First, Separate Health Care from Employment

JOANNE JACOBS

April 27, 1993|By JOANNE JACOBS

San Jose, California. -- Sales are picking up at XYZ Unlimited, and Ralph could use new full-time workers. He debates whether to ask his 40 current employees to work five hours of overtime a week, or whether it would make more sense to hire 10 part-timers.

Why doesn't he just hire five new full-timers? You know the answer: Medical benefits.

Martha would like to quit her full-time job, move to her hometown and get a new job, maybe part-time.

But she's got to hold on to her job for dear life: She has benefits and she can't afford to lose them, because she also has a ''pre-existing'' medical condition. Living near family and friends would help cope with her illness, but without the guarantee that she could get into a new health plan, it's impossible.

Our current health-care system, based on employer-provided insurance, is messing up people's lives, distorting economic choices and hiding the true cost of health care.

I'd like to throw a modest proposal on the operating table: If we're going to reform the health-insurance system, let's start by separating health insurance from employment.

One of the ideas floated by the health-reform task force is to require all employers to provide health coverage, with the employer paying at least 75 percent of the cost. A ''health-care unemployment insurance'' tax would be deducted from paychecks to cover those who lose their insurance by losing their jobs.

For an administration that wants jobs, jobs, jobs, this is dumb, dumb, dumb.

Drop ''pay or play,'' payroll taxes to fund universal care, mandated coverage -- any system that makes health coverage a function of where you work and how many hours you work.

Hillary Rodham Clinton's brave new health system -- whatever it is -- should be paid for by raising income taxes or sin taxes or value-added taxes; it doesn't make sense to tax people for creating jobs -- or to add another layer of mandates and benefits to the current patchwork system.

There is no intrinsic link, after all, between employment and health: People don't get sick when they get a job; they don't become healthy when they lose it.

The fact that most people get health insurance through their employers is a historical accident: It started during World War II, when employers lured skilled workers with free health care to evade wartime wage limits, which prevented offering more money.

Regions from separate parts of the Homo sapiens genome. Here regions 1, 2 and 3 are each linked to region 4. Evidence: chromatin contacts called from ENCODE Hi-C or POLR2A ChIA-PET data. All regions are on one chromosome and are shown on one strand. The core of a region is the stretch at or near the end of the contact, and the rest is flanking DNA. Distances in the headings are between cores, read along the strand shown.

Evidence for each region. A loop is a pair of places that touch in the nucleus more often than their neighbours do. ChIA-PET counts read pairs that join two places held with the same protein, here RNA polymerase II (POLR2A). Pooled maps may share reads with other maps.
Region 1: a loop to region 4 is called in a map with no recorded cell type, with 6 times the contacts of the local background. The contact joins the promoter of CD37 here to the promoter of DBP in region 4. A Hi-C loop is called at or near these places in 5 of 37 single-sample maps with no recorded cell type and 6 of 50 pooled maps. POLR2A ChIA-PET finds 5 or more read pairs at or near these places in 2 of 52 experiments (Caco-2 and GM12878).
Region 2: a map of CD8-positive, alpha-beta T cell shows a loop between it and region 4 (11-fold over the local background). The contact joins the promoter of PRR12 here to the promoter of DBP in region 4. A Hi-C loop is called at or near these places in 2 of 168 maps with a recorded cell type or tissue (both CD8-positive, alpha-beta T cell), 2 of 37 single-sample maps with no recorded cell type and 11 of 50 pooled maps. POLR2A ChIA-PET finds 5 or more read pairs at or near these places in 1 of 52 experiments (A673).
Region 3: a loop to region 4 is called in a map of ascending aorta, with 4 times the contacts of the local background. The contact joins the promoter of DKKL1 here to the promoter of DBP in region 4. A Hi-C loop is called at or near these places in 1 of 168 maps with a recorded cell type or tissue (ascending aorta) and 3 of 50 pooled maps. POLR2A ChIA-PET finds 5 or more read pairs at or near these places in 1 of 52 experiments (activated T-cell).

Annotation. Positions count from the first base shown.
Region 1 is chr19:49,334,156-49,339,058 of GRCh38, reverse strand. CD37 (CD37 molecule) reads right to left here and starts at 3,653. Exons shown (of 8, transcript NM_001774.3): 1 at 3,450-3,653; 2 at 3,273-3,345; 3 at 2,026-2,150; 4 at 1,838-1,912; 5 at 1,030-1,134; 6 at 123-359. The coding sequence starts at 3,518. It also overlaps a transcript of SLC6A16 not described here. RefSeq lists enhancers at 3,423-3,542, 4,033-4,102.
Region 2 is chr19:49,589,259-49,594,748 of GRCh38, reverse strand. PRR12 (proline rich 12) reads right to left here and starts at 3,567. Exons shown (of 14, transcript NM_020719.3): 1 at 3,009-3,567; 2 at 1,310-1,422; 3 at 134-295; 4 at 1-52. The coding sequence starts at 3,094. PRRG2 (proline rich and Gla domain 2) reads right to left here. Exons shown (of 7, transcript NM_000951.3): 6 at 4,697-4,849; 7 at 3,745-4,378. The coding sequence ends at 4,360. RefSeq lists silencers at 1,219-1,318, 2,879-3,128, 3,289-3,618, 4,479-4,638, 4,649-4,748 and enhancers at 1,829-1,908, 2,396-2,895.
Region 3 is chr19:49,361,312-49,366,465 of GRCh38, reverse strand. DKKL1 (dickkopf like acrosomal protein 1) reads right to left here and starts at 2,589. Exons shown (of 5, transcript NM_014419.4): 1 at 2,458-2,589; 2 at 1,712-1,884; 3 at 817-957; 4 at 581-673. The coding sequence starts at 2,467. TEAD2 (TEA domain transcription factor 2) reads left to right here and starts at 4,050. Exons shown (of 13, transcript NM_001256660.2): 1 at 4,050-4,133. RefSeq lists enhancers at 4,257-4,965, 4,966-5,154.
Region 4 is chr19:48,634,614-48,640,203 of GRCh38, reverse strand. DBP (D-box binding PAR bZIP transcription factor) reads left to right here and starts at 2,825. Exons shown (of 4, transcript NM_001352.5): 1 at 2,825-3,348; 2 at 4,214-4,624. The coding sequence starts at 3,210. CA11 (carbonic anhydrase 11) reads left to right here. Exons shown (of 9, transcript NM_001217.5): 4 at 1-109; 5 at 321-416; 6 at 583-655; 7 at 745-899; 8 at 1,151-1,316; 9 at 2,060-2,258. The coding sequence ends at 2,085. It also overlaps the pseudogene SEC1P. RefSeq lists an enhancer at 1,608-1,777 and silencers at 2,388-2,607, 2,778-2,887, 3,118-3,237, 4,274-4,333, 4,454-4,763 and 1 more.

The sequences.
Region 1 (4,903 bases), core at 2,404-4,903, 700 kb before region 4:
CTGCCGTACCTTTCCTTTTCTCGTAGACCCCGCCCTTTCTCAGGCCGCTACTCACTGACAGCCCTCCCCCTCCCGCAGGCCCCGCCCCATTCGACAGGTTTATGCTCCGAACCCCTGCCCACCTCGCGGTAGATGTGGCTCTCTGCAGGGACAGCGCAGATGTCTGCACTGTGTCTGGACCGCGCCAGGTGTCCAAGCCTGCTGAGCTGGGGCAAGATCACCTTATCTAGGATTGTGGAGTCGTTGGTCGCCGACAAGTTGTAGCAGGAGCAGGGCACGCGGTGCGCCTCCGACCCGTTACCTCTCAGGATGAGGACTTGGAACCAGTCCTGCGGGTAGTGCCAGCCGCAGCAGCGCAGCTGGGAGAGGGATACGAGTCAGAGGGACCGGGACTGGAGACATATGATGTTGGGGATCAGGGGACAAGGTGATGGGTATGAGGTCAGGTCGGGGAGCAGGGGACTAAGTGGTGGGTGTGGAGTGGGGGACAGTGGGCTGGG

As it caught on, and more Americans paid less of their medical bills, costs went up. After all, there is no ''enough'' in health care, no point at which an individual sees no possible benefit in another visit to the doctor, another test or another procedure -- if somebody else is paying the bills.

Now, our health-insurance system is built around the expectation that employers should pay for health insurance -- at least for full-time workers.

Bank of America, which is making most of its work force part-time, has taken criticism for leaving employees uninsured. But the trend is not confined to the competitive business world: Palo Alto Unified School District trustees recently heard Hispanic parents' pleas to create a full-time job for a former bilingual outreach worker, who'd proved her competence and her dedication to students and their families. The board voted to hire two people, each to work three hours and 45 minutes a day. It's cheaper. No benefits.

Fred's burned out doing the same old job, so he's planning to quit and start a business. His wife has a job, with health benefits, so he can afford to try something new.

Frederika's sick of her job, too, though somebody else might be delighted to have it. She'd like to work for herself, but fear of losing benefits traps where she is.

People are clinging to jobs they don't like, not so much for fear of losing the salary as for fear of losing health insurance.

Suzanne and her two kids are stuck on welfare. She's got the skills to earn $6 an hour, which is more than she'd get from AFDC, but once all the deductions are taken from her paycheck, it's pretty close. And AFDC includes Medi-Cal benefits, full coverage for her family, while no employer needs her semi-skilled services enough to be willing to pay for medical care.

Should Suzanne gamble with her children's health in order to get off welfare? If she does, the first serious illness will push her out of her job and back on AFDC.

Harry is insured as Sally's spouse, but Bert is denied the same benefit, even though he's lived with Ernie for 20 years. As access to health coverage becomes more critical and more expensive, the pressure for domestic-partner laws increases: The stakes of spousal status can be very high.

Edith wants every possible form of care included in her health plan, because she thinks her boss is paying for it. She doesn't know that it's all part of the cost of employing her, and that the premiums in effect are coming right out of her paycheck.

Her doctor tells her it's very unlikely her headaches are caused by a brain tumor, but says he'll order a high-tech scan if she wants to make sure.

Why not?

Joanne Jacobs is a columnist for the San Jose Mercury News.

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